". . . this frequently underestimated aspect of our religion: the Grand Principle of Love. Indeed, the Holy Qur’an uses over fifty near-synonyms for love; English does not have the same linguistic riches and connotations, as was discussed in particular during the Yale workshop and conference in July 2008. If Muslims do not usually use the same language of love as English-speaking Christians, it is perhaps because the word 'love' for Muslims frequently implies something different for Muslims than it does for Christians.

            Our use of the language of love in ‘A Common Word’ is simply, then, a recognition that human beings have the same souls everywhere, however pure or corrupted, and thus that the experience of love must have something in common everywhere, even if the objects of love are different, and even if the ultimate love of God is stronger than all other loves."


But there’s an edge to this . . . Muslims continue to feel the sting of Christian polemics over the centuries which indict Islam as a religion of law and justice, but devoid of love. George Washington University professor Seyyed Hossein Nasr, arguably “one of the most important and foremost scholars of Islamic, Religious and Comparative Studies in the world today” (a quote from his website), wrote the Foreword to Ghazi’s book. “Love is in fact one of the central themes of the Noble Qur’an,” he asserts, “whatever naysayers, whether non-Muslims or even some Muslims who see only the external dimension of things, may assert.” Then this recommendation of Ghazi’s book:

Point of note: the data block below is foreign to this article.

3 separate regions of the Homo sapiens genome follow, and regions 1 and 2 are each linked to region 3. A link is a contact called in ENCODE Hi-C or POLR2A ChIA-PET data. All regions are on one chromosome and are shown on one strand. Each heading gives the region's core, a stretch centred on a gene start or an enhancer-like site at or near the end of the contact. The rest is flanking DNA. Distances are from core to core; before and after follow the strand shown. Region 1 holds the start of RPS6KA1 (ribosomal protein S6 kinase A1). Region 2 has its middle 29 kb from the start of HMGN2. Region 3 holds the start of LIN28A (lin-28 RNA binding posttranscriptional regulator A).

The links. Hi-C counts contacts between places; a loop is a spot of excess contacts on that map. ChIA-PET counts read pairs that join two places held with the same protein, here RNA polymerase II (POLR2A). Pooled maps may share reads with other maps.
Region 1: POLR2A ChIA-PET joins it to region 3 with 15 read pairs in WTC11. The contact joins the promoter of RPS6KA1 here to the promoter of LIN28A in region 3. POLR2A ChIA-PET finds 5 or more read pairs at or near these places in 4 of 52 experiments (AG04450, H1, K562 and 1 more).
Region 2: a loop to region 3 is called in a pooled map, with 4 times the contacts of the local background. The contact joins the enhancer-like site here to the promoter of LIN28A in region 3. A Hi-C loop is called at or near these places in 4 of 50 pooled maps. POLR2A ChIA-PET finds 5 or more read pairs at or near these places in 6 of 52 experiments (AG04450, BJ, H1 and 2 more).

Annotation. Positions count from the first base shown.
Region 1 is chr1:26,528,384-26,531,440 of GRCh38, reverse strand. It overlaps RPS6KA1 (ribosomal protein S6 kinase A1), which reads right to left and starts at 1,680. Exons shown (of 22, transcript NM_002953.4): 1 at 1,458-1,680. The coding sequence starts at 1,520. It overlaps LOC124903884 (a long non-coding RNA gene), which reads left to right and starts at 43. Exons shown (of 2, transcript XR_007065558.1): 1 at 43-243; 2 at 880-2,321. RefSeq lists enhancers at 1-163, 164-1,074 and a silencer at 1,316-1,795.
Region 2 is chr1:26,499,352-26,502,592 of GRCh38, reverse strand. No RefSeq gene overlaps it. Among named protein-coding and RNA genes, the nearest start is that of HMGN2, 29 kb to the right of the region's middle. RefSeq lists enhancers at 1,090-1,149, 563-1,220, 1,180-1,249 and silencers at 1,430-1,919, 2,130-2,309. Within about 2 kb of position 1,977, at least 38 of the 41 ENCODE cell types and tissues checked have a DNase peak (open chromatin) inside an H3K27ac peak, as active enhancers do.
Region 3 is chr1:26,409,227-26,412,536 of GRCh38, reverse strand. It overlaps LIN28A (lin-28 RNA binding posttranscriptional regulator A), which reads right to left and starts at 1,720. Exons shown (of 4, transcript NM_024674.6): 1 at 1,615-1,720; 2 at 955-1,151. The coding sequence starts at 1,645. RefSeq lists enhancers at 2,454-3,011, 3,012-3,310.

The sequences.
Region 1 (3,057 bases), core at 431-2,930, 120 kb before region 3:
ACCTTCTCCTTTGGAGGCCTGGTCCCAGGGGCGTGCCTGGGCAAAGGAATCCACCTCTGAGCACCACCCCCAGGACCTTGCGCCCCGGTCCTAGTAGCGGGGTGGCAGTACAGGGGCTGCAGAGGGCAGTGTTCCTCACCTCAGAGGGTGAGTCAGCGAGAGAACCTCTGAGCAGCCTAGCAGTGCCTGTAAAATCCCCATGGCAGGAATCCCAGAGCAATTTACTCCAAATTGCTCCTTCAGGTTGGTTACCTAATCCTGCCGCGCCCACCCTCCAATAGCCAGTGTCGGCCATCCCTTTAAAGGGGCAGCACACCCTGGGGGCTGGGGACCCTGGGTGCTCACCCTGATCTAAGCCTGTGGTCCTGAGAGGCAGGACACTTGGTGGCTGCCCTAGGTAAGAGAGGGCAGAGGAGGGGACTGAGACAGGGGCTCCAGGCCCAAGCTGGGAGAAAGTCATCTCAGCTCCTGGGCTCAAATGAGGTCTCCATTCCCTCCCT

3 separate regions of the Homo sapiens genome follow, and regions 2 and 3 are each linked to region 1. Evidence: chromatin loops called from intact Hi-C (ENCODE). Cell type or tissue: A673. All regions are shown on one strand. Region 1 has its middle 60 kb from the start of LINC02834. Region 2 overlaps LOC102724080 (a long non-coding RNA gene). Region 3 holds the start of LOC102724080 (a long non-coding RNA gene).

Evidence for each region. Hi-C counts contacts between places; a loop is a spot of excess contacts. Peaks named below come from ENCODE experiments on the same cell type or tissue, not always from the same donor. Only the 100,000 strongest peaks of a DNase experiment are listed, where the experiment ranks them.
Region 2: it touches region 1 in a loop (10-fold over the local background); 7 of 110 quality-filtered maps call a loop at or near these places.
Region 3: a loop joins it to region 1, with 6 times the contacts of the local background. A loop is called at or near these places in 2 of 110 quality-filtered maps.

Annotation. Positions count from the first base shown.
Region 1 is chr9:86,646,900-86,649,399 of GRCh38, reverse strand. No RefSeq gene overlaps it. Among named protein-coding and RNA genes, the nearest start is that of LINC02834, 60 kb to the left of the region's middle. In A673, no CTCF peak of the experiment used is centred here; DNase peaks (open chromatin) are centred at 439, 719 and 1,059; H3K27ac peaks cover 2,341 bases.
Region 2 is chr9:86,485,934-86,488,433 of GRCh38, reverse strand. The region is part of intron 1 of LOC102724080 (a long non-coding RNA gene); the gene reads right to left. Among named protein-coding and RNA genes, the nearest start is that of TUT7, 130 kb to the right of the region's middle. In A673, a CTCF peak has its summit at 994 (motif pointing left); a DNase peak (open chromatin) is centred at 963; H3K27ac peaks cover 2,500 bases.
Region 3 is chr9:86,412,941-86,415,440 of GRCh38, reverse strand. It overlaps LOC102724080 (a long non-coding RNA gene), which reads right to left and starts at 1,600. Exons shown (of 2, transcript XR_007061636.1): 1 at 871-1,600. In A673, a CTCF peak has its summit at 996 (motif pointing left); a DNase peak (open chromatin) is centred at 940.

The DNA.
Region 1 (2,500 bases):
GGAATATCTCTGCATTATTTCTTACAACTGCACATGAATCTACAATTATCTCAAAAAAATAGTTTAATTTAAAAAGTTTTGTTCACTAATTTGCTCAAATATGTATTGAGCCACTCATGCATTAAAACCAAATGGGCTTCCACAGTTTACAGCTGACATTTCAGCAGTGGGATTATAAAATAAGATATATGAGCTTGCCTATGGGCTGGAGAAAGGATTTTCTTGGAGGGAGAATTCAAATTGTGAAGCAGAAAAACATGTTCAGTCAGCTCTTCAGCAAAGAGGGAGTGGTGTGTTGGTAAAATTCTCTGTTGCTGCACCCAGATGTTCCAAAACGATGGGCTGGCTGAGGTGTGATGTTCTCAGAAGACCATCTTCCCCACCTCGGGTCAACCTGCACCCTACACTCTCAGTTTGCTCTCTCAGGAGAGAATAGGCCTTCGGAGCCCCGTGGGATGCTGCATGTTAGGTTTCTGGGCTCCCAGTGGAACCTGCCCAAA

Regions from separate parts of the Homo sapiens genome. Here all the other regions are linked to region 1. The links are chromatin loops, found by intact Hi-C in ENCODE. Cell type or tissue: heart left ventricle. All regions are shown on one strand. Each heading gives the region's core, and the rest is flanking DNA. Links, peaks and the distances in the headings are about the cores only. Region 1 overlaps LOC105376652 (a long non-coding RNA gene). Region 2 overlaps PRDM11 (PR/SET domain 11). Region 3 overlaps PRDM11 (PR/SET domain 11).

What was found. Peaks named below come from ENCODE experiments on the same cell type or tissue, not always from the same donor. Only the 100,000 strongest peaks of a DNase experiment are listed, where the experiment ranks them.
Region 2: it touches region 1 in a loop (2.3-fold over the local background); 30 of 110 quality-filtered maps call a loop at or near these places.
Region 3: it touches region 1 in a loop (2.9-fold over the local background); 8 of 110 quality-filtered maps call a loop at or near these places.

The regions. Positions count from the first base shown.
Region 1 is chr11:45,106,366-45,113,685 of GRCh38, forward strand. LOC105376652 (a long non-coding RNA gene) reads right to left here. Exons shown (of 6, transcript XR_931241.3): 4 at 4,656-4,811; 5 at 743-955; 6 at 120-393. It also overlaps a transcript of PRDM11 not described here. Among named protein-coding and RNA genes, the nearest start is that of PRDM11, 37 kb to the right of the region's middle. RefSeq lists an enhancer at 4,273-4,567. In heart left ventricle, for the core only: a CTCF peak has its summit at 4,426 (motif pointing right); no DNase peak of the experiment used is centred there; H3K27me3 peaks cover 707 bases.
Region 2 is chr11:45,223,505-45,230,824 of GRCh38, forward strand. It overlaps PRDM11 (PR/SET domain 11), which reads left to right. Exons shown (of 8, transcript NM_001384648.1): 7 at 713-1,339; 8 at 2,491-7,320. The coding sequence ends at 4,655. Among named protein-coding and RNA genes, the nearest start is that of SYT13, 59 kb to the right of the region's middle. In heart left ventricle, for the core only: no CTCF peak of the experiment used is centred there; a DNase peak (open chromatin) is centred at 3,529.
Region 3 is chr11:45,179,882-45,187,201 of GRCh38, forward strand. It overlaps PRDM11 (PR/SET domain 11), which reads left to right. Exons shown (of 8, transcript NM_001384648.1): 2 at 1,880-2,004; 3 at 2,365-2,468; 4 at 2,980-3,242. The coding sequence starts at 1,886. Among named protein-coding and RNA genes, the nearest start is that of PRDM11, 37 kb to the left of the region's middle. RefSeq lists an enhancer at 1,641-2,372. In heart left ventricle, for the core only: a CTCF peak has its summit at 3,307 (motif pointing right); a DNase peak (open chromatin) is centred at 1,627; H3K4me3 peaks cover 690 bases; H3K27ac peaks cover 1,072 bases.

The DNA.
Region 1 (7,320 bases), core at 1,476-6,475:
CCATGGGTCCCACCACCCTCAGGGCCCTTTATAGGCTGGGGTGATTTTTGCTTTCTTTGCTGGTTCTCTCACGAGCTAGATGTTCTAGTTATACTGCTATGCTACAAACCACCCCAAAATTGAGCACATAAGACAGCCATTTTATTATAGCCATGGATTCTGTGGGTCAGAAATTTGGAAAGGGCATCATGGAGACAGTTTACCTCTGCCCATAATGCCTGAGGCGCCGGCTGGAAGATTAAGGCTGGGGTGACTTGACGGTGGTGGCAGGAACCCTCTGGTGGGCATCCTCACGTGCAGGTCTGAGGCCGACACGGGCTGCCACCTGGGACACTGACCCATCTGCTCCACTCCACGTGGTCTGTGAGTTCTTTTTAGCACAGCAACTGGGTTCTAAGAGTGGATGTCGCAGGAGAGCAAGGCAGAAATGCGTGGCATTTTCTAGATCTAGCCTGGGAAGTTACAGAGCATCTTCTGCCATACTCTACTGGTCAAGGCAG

“This unique work, therefore, is of great importance not only for Muslims, who at the present moment are so much in need of a deeper understanding of their religion and realization of the central importance of the Prophetic virtues of love, compassion, mercy and forgiveness, but also for non-Muslims and especially Westerners. For too long Western critics of Islam have asserted that while Christians view God as Love, Muslims hold the view of God as a vengeful God who emphasizes His justice alone at the expense of his Love and Mercy. This false and malicious view of the Islamic conception of God has been propagated over and over in orientalist writings and also asserted again and again by Christian missionaries who preach to those Muslims who would listen to them that the Islamic emphasis upon the Divine Attributes of Justice eclipses and nullifies the reality of the Divine Attributes of Love, Compassion and Mercy. The present book is a powerful response to this erroneous but prevalent view that is such a major obstacle to better understanding between the two religions.”